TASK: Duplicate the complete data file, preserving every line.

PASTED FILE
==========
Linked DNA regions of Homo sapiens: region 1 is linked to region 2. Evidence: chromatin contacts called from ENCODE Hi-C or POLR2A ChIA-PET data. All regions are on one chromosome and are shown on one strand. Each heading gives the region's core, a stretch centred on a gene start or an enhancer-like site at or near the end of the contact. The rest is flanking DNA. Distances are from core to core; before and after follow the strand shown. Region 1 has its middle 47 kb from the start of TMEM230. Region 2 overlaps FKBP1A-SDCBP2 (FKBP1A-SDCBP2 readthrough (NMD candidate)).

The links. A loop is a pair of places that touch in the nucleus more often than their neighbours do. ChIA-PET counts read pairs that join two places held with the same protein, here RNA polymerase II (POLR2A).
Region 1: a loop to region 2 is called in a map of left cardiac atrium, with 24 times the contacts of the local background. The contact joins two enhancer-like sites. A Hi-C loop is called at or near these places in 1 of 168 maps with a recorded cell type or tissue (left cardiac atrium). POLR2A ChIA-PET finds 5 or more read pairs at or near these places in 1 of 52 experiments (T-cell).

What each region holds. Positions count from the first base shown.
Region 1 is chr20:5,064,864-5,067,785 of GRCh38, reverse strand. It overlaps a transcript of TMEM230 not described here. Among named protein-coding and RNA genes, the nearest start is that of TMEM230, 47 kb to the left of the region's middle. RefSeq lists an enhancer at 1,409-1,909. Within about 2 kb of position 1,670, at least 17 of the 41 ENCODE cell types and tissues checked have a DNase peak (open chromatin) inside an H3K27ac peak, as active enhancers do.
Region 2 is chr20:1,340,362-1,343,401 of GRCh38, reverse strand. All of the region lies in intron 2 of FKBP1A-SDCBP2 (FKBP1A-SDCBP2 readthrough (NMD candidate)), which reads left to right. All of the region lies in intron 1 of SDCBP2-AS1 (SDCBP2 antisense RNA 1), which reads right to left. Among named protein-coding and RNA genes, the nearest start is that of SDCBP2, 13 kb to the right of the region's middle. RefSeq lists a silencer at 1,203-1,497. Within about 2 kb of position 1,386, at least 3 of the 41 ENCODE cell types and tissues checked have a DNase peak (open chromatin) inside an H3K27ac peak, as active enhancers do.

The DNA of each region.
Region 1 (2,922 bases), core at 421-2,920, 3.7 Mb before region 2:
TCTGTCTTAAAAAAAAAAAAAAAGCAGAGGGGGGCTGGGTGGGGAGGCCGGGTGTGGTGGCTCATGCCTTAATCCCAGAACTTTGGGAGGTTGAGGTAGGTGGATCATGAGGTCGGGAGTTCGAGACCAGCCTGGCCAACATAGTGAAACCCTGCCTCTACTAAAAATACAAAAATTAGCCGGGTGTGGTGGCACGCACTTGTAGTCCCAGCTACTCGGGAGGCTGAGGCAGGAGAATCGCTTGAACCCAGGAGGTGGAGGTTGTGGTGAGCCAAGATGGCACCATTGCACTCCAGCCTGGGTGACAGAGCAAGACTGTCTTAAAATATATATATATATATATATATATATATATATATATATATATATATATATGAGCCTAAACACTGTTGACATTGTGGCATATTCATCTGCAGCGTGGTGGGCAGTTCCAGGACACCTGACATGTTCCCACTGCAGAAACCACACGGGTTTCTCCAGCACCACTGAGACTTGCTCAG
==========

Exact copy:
Linked DNA regions of Homo sapiens: region 1 is linked to region 2. Evidence: chromatin contacts called from ENCODE Hi-C or POLR2A ChIA-PET data. All regions are on one chromosome and are shown on one strand. Each heading gives the region's core, a stretch centred on a gene start or an enhancer-like site at or near the end of the contact. The rest is flanking DNA. Distances are from core to core; before and after follow the strand shown. Region 1 has its middle 47 kb from the start of TMEM230. Region 2 overlaps FKBP1A-SDCBP2 (FKBP1A-SDCBP2 readthrough (NMD candidate)).

The links. A loop is a pair of places that touch in the nucleus more often than their neighbours do. ChIA-PET counts read pairs that join two places held with the same protein, here RNA polymerase II (POLR2A).
Region 1: a loop to region 2 is called in a map of left cardiac atrium, with 24 times the contacts of the local background. The contact joins two enhancer-like sites. A Hi-C loop is called at or near these places in 1 of 168 maps with a recorded cell type or tissue (left cardiac atrium). POLR2A ChIA-PET finds 5 or more read pairs at or near these places in 1 of 52 experiments (T-cell).

What each region holds. Positions count from the first base shown.
Region 1 is chr20:5,064,864-5,067,785 of GRCh38, reverse strand. It overlaps a transcript of TMEM230 not described here. Among named protein-coding and RNA genes, the nearest start is that of TMEM230, 47 kb to the left of the region's middle. RefSeq lists an enhancer at 1,409-1,909. Within about 2 kb of position 1,670, at least 17 of the 41 ENCODE cell types and tissues checked have a DNase peak (open chromatin) inside an H3K27ac peak, as active enhancers do.
Region 2 is chr20:1,340,362-1,343,401 of GRCh38, reverse strand. All of the region lies in intron 2 of FKBP1A-SDCBP2 (FKBP1A-SDCBP2 readthrough (NMD candidate)), which reads left to right. All of the region lies in intron 1 of SDCBP2-AS1 (SDCBP2 antisense RNA 1), which reads right to left. Among named protein-coding and RNA genes, the nearest start is that of SDCBP2, 13 kb to the right of the region's middle. RefSeq lists a silencer at 1,203-1,497. Within about 2 kb of position 1,386, at least 3 of the 41 ENCODE cell types and tissues checked have a DNase peak (open chromatin) inside an H3K27ac peak, as active enhancers do.

The DNA of each region.
Region 1 (2,922 bases), core at 421-2,920, 3.7 Mb before region 2:
TCTGTCTTAAAAAAAAAAAAAAAGCAGAGGGGGGCTGGGTGGGGAGGCCGGGTGTGGTGGCTCATGCCTTAATCCCAGAACTTTGGGAGGTTGAGGTAGGTGGATCATGAGGTCGGGAGTTCGAGACCAGCCTGGCCAACATAGTGAAACCCTGCCTCTACTAAAAATACAAAAATTAGCCGGGTGTGGTGGCACGCACTTGTAGTCCCAGCTACTCGGGAGGCTGAGGCAGGAGAATCGCTTGAACCCAGGAGGTGGAGGTTGTGGTGAGCCAAGATGGCACCATTGCACTCCAGCCTGGGTGACAGAGCAAGACTGTCTTAAAATATATATATATATATATATATATATATATATATATATATATATATATATGAGCCTAAACACTGTTGACATTGTGGCATATTCATCTGCAGCGTGGTGGGCAGTTCCAGGACACCTGACATGTTCCCACTGCAGAAACCACACGGGTTTCTCCAGCACCACTGAGACTTGCTCAG